Friday, November 07, 2008

Freedom and Authority

The oddest things can spark me to pondering. Here's something that happened today.

I was at Mass, and as is becoming the standard around here, the announcements were read beforehand. It is common that the announcements end with these two: something to the effect of "calling all extraordinary ministers of Holy Communion", and something about people scooting together to make room for those still coming in. These are read by the lector.

Today the lector ended with the first standard, but not the second. So the leader of music ministry, who happened to have a working microphone in front of him, and who noticed that it was one of those full house days requiring this little reminder, spoke up and asked everyone to move to the center to free up room.

This little nondescript act, which has probably already been forgotten by the one who did it, has had me thinking all day. I find this a lovely illustration of freedom (as I wrote about the other day) and also something I am calling "ownership," but I'm sure there is a better term for it. One aspect of freedom is seeing a need and acting to fill the need, regardless of whose need it is. And it demonstrates ownership, or perhaps belonging is a better term, because the need is perceived as important, motivating, for me, even though the need does not affect my person. The music minister had his seat! But he saw the standers, saw the disorganized sitters, saw the extra space. So without worrying about protocol (that the music minister is not usually the one to say this) or something dorky like what people would think of him, he, just as naturally as scratching an itch, facilitated the situation.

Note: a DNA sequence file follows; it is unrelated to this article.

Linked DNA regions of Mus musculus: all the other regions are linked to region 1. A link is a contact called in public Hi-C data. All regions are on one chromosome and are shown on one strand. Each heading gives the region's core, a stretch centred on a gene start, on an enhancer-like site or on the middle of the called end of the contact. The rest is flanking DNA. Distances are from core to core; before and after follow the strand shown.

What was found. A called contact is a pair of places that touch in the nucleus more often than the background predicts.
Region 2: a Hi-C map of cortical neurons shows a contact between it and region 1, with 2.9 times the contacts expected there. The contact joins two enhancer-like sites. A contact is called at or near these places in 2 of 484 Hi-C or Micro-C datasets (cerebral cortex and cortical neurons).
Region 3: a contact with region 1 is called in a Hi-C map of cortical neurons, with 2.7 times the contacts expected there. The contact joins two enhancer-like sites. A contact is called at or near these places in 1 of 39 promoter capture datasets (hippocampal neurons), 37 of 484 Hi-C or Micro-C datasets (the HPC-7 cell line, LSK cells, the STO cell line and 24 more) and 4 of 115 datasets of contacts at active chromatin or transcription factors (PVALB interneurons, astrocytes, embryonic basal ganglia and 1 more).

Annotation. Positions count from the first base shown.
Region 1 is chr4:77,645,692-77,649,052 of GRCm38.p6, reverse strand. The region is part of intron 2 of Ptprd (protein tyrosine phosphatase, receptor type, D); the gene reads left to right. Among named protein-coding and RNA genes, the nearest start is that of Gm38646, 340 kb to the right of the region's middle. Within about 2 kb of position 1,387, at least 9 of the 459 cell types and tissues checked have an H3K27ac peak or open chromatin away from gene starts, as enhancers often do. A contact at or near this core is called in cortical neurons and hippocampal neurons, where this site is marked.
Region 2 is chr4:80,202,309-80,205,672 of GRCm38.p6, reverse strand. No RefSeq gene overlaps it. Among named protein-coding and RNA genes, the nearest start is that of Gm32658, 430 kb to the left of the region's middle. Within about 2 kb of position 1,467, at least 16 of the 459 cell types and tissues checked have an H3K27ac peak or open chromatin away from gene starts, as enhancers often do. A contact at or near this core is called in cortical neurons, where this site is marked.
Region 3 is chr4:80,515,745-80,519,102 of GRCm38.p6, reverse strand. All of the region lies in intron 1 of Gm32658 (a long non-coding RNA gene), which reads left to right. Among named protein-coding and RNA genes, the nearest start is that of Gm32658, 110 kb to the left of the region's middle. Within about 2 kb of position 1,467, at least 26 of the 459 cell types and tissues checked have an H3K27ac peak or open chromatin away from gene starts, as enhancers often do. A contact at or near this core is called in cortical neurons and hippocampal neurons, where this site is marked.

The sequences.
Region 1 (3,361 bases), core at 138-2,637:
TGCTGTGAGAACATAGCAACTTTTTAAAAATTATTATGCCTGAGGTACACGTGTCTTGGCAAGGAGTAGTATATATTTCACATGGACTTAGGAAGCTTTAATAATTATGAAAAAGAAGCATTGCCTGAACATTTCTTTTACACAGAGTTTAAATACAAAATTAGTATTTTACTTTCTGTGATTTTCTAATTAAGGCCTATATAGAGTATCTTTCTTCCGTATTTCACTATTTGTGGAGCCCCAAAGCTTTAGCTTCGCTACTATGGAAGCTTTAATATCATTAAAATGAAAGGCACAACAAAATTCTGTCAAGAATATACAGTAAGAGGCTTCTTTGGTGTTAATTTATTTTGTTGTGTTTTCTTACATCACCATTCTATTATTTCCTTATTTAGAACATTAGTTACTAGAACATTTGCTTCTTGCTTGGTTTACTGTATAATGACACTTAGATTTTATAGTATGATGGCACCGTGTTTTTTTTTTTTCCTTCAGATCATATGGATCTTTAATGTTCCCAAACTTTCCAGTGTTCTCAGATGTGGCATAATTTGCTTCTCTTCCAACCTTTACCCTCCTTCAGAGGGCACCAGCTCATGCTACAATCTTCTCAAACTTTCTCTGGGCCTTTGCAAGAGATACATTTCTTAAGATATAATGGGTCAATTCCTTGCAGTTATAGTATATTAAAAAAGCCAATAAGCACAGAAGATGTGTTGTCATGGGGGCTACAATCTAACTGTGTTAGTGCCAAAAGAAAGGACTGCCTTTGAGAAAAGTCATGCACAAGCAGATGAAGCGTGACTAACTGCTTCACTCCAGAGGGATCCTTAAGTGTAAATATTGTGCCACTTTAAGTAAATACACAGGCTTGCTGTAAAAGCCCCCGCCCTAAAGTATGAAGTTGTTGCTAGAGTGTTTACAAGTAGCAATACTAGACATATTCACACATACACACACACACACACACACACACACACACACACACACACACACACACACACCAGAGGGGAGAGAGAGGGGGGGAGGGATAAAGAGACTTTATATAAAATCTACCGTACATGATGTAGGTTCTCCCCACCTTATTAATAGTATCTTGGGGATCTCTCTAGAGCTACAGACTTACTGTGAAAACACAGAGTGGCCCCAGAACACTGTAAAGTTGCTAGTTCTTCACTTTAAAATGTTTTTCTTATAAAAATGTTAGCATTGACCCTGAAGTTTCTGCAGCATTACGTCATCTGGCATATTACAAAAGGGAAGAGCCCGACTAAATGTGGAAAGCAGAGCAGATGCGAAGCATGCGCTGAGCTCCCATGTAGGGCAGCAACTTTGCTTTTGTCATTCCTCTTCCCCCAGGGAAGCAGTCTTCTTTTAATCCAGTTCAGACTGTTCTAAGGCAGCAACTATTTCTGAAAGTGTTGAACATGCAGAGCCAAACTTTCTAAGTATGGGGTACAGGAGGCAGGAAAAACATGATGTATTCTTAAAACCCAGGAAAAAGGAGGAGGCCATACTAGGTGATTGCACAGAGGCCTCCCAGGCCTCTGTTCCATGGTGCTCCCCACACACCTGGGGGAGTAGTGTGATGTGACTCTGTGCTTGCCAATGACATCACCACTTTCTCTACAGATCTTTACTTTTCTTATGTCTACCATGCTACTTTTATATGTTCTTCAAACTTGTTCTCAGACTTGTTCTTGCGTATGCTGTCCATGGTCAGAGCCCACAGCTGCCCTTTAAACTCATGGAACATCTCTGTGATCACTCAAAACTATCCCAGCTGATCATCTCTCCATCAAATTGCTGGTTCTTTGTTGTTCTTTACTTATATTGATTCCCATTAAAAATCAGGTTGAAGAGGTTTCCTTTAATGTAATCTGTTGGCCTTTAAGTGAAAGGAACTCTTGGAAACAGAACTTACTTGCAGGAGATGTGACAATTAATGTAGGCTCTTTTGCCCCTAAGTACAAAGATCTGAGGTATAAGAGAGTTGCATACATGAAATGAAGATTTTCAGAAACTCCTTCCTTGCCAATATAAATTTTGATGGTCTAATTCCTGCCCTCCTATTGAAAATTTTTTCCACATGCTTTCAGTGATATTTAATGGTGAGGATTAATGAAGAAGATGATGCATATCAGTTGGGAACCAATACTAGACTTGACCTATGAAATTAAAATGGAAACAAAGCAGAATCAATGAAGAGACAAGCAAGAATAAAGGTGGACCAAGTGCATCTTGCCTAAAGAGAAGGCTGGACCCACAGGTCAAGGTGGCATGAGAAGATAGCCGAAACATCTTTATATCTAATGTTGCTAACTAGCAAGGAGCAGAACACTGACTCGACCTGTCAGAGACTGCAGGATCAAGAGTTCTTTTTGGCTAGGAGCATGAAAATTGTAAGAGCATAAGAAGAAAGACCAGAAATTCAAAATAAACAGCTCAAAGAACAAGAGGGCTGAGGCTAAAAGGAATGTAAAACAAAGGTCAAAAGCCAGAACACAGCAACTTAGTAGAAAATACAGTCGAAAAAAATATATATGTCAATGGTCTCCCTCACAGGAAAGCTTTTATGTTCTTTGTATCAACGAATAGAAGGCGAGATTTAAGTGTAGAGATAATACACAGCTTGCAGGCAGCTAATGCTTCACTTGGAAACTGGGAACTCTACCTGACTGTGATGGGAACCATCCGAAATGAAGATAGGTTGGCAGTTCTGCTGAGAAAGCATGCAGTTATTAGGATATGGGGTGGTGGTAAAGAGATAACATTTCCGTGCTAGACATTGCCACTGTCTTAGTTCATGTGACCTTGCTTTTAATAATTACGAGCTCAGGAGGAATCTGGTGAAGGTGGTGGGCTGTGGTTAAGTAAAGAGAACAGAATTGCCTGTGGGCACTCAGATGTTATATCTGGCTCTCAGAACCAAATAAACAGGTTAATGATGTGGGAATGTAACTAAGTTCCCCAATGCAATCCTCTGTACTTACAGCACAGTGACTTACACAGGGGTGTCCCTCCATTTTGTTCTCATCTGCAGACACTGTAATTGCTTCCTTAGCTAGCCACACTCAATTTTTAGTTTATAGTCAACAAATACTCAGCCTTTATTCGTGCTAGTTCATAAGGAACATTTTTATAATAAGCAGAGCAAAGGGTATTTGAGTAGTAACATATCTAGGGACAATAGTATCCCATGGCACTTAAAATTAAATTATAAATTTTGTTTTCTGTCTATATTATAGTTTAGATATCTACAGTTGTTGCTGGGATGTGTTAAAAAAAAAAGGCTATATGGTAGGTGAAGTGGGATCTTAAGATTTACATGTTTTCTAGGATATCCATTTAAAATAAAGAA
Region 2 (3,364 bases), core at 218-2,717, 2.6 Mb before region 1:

I remembered a situation from my own experience. I was a mid-teen, and was in my (Lutheran) church narthex either for a Sunday service or some other event. I was standing near the guest register (why is it that Catholic churches don't have guest registers?) and noticed that the page was filled. The book used large ledger-type pages that slid into and out of a sort of frame that opened on the top and bottom. Not wanting any visitor to leave without signing, I removed the full page and placed it on the shelf below, revealing the next blank sheet. I vividly recall a person who was with me, who was significantly older than myself, looking about with a sense of embarrassment. This was not my property, it was the church's! What made me think I should go messing with the church's guest registery! Did anyone see you do that? What would the pastor say about this?

This response seems to typify a lack of freedom, or the paganism that Rose Wilder Lane talks about (in her book which I am shamelessly plugging every chance I get!) Freedom, as I am contemplating this term, tells me that that was my church, my desire for guests to be welcomed and reached out to, and as long as I was acting within reason (and not throwing the filled sheet in the garbage or hiding it) then I was acting out of my sense of being a member of this community. I was animated by Christ to care in this small way for the needs of my brothers and sisters.